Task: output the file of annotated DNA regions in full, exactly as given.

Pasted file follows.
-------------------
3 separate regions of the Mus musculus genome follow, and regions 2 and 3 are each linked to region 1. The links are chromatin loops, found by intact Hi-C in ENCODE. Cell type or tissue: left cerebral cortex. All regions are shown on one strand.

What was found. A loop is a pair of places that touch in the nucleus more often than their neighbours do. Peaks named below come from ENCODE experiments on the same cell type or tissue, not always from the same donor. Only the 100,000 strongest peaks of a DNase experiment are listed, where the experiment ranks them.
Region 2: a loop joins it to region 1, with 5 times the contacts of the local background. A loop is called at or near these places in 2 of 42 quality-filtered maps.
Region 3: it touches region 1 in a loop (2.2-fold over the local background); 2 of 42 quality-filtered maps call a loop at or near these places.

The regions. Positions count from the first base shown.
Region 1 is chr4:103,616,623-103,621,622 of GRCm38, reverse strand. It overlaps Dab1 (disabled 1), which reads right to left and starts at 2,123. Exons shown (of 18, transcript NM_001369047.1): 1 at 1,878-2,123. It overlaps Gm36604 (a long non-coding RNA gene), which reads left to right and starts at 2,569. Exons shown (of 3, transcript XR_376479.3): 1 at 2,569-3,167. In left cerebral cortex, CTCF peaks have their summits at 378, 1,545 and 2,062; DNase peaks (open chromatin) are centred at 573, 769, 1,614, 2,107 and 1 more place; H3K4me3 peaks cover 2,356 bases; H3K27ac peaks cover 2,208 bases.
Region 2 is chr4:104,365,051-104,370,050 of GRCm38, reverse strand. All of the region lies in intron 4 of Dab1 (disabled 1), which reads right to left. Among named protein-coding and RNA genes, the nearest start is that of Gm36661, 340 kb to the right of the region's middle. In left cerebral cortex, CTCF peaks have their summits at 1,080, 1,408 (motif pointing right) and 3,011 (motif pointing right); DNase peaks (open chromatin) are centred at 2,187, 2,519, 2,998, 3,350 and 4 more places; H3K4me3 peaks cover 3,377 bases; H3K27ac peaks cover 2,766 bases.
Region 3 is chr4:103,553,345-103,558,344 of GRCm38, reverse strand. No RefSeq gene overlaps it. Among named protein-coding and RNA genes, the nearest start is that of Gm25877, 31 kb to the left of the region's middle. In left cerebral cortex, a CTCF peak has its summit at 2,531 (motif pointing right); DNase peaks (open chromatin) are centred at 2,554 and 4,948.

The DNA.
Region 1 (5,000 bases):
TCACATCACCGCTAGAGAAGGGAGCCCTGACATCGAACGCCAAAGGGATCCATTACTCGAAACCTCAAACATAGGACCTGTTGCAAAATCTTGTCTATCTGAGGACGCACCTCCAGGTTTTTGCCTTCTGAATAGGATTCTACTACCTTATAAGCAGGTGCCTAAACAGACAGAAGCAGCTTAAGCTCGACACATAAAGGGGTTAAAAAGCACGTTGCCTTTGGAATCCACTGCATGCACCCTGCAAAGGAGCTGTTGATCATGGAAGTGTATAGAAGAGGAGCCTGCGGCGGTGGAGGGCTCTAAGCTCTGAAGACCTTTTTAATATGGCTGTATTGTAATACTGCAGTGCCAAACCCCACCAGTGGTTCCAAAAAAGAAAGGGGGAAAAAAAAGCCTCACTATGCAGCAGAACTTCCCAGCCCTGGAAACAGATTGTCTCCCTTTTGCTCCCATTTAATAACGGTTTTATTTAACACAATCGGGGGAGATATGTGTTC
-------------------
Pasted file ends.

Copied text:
3 separate regions of the Mus musculus genome follow, and regions 2 and 3 are each linked to region 1. The links are chromatin loops, found by intact Hi-C in ENCODE. Cell type or tissue: left cerebral cortex. All regions are shown on one strand.

What was found. A loop is a pair of places that touch in the nucleus more often than their neighbours do. Peaks named below come from ENCODE experiments on the same cell type or tissue, not always from the same donor. Only the 100,000 strongest peaks of a DNase experiment are listed, where the experiment ranks them.
Region 2: a loop joins it to region 1, with 5 times the contacts of the local background. A loop is called at or near these places in 2 of 42 quality-filtered maps.
Region 3: it touches region 1 in a loop (2.2-fold over the local background); 2 of 42 quality-filtered maps call a loop at or near these places.

The regions. Positions count from the first base shown.
Region 1 is chr4:103,616,623-103,621,622 of GRCm38, reverse strand. It overlaps Dab1 (disabled 1), which reads right to left and starts at 2,123. Exons shown (of 18, transcript NM_001369047.1): 1 at 1,878-2,123. It overlaps Gm36604 (a long non-coding RNA gene), which reads left to right and starts at 2,569. Exons shown (of 3, transcript XR_376479.3): 1 at 2,569-3,167. In left cerebral cortex, CTCF peaks have their summits at 378, 1,545 and 2,062; DNase peaks (open chromatin) are centred at 573, 769, 1,614, 2,107 and 1 more place; H3K4me3 peaks cover 2,356 bases; H3K27ac peaks cover 2,208 bases.
Region 2 is chr4:104,365,051-104,370,050 of GRCm38, reverse strand. All of the region lies in intron 4 of Dab1 (disabled 1), which reads right to left. Among named protein-coding and RNA genes, the nearest start is that of Gm36661, 340 kb to the right of the region's middle. In left cerebral cortex, CTCF peaks have their summits at 1,080, 1,408 (motif pointing right) and 3,011 (motif pointing right); DNase peaks (open chromatin) are centred at 2,187, 2,519, 2,998, 3,350 and 4 more places; H3K4me3 peaks cover 3,377 bases; H3K27ac peaks cover 2,766 bases.
Region 3 is chr4:103,553,345-103,558,344 of GRCm38, reverse strand. No RefSeq gene overlaps it. Among named protein-coding and RNA genes, the nearest start is that of Gm25877, 31 kb to the left of the region's middle. In left cerebral cortex, a CTCF peak has its summit at 2,531 (motif pointing right); DNase peaks (open chromatin) are centred at 2,554 and 4,948.

The DNA.
Region 1 (5,000 bases):
TCACATCACCGCTAGAGAAGGGAGCCCTGACATCGAACGCCAAAGGGATCCATTACTCGAAACCTCAAACATAGGACCTGTTGCAAAATCTTGTCTATCTGAGGACGCACCTCCAGGTTTTTGCCTTCTGAATAGGATTCTACTACCTTATAAGCAGGTGCCTAAACAGACAGAAGCAGCTTAAGCTCGACACATAAAGGGGTTAAAAAGCACGTTGCCTTTGGAATCCACTGCATGCACCCTGCAAAGGAGCTGTTGATCATGGAAGTGTATAGAAGAGGAGCCTGCGGCGGTGGAGGGCTCTAAGCTCTGAAGACCTTTTTAATATGGCTGTATTGTAATACTGCAGTGCCAAACCCCACCAGTGGTTCCAAAAAAGAAAGGGGGAAAAAAAAGCCTCACTATGCAGCAGAACTTCCCAGCCCTGGAAACAGATTGTCTCCCTTTTGCTCCCATTTAATAACGGTTTTATTTAACACAATCGGGGGAGATATGTGTTC